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nately I saw the accident, and, clapping
" Too much exhausted to pursue them, stirrups to my horse's side, reached and we were resting, panting on our arms, cut down the Áffghaun, whose sacrilegious when his Highness, accompanied by * : hand had dared to touch the sacred ensign, strong party of gholaums, rode up to us catching it in my left hand, so that it ne. at speed. Checking his horse, he threw a ver touched the ground. Barning with en. single keen glance at us, and then gave thusiasm, I cleared a path to the right and rapid orders to several of his attendants to left with the sweep of my scymetar. On- go and stop the pursuit, which had already ward ! onward !' cried I'; who will aban- led some of the troops too far. The don his colours ?—who fears to follow his place of encampment for this night is yonleader ?' and, gallantly followed by the der, on the ground deserted by the enemy whole of my remaining band, I plunged --go! Let the several corps be mustered into the thickest of the enemy.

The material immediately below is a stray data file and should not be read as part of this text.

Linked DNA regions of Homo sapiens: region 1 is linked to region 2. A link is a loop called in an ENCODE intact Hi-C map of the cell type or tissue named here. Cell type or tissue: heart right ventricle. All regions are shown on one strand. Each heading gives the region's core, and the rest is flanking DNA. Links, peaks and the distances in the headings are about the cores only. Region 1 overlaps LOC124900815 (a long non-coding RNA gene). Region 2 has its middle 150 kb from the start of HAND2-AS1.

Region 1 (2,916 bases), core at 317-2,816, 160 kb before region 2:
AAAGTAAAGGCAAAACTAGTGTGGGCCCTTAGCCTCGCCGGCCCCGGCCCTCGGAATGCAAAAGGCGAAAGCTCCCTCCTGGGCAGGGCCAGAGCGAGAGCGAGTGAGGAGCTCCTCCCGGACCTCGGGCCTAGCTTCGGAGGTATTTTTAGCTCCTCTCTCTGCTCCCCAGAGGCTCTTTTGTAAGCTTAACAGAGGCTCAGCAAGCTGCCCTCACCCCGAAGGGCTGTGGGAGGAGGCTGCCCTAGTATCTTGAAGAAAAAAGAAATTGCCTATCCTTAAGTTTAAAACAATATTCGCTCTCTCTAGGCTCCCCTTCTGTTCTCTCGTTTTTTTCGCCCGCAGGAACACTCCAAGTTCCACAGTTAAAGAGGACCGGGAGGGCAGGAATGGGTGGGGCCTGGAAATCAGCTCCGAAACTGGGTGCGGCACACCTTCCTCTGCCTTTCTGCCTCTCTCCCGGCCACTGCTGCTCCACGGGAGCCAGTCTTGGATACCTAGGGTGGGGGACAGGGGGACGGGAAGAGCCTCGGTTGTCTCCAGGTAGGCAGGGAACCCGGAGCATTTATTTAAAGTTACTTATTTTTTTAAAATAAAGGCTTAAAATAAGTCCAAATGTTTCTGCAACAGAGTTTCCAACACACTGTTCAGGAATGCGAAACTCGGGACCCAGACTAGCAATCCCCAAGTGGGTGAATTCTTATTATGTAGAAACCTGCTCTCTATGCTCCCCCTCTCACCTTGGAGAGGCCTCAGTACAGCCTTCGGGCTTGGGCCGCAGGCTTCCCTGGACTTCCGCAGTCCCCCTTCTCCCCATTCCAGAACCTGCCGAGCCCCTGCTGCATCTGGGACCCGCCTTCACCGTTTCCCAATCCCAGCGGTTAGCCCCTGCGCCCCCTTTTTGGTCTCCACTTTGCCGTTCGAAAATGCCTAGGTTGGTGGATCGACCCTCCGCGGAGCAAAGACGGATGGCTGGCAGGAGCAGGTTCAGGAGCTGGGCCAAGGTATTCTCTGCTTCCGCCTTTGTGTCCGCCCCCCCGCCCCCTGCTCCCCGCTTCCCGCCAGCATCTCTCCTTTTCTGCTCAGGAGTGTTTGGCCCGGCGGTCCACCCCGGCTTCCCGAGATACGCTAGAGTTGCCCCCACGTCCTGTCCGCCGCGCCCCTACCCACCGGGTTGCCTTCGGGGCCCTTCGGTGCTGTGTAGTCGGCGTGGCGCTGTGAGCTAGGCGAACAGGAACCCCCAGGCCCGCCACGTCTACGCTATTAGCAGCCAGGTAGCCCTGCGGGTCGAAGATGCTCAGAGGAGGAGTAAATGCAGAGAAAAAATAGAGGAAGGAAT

there, and let me have immediate returns “ But though surprised and confound. of our loss in killed and wounded ; leave ed, the Affghauns by no means gave way only Muhabut Allee and half-a-dozen to their first panic. They turned upon us, gholaums with me. I shall find guards and hemmed in our greatly diminished enough here, and trusty ones too. What troop on all sides, depriving us of the news ?-how fares it, Ismael ? No chil. power to charge them, as, with their long dren's play this--you have found enough sharp swords, they rushed upon our horses, to do, it seems ?_these fellows have fought and dealt them ghastly and disabling like devils as they are. -Come, muster the wounds, while their riders were engaged men now; you must be my guard to camp. with other assailants. And now did I But how is this ? on foot ? 'Your Highsuffer a loss wbich cost me a keener pang ness sees my horse,' replied I, pointing to than many a graver misfortune in life; poor Boorrauk. “What ! my old acquaintmy faithful Boorrauk had been severely ance ?--your friend of the Desert ?" This wounded during our first successful charge, is in truth a loss; but we must try to res by a spear which broke in his chest: yet pair it; meantime, some of you give him a still he bore me gallantly through the fight, horse.' – Your Highness has sustained a and trampled down many a one who até greater loss--Caleb Allee Beg.' – Punahtempted to assail his master. But the be-khodah! killed ?' demanded Nader, in sword of an Affghaun reached his side at a voice of great emotion. Struck by a last, and inflicted another fearful wound. I cannon-shot, while bravely leading your saw the deed and revenged it dearly ; for, Highness's guards ;--- he cannot survive, if with a blow of my sword, I clove the vil. not already dead.'—Where is he ? let me lain from shoulder to chest ; but my un. once more see my old and faithful servant,' fortunate horse, staggering forward a pace said Nader, stifling a groan; and motionor two, sank on his knees with a convul. eu immediately to lead the way. The spot sive shudder; and searcely had I time to where I had left Caleb Alee was not far in disengage myself, when he fell on his side, our rear,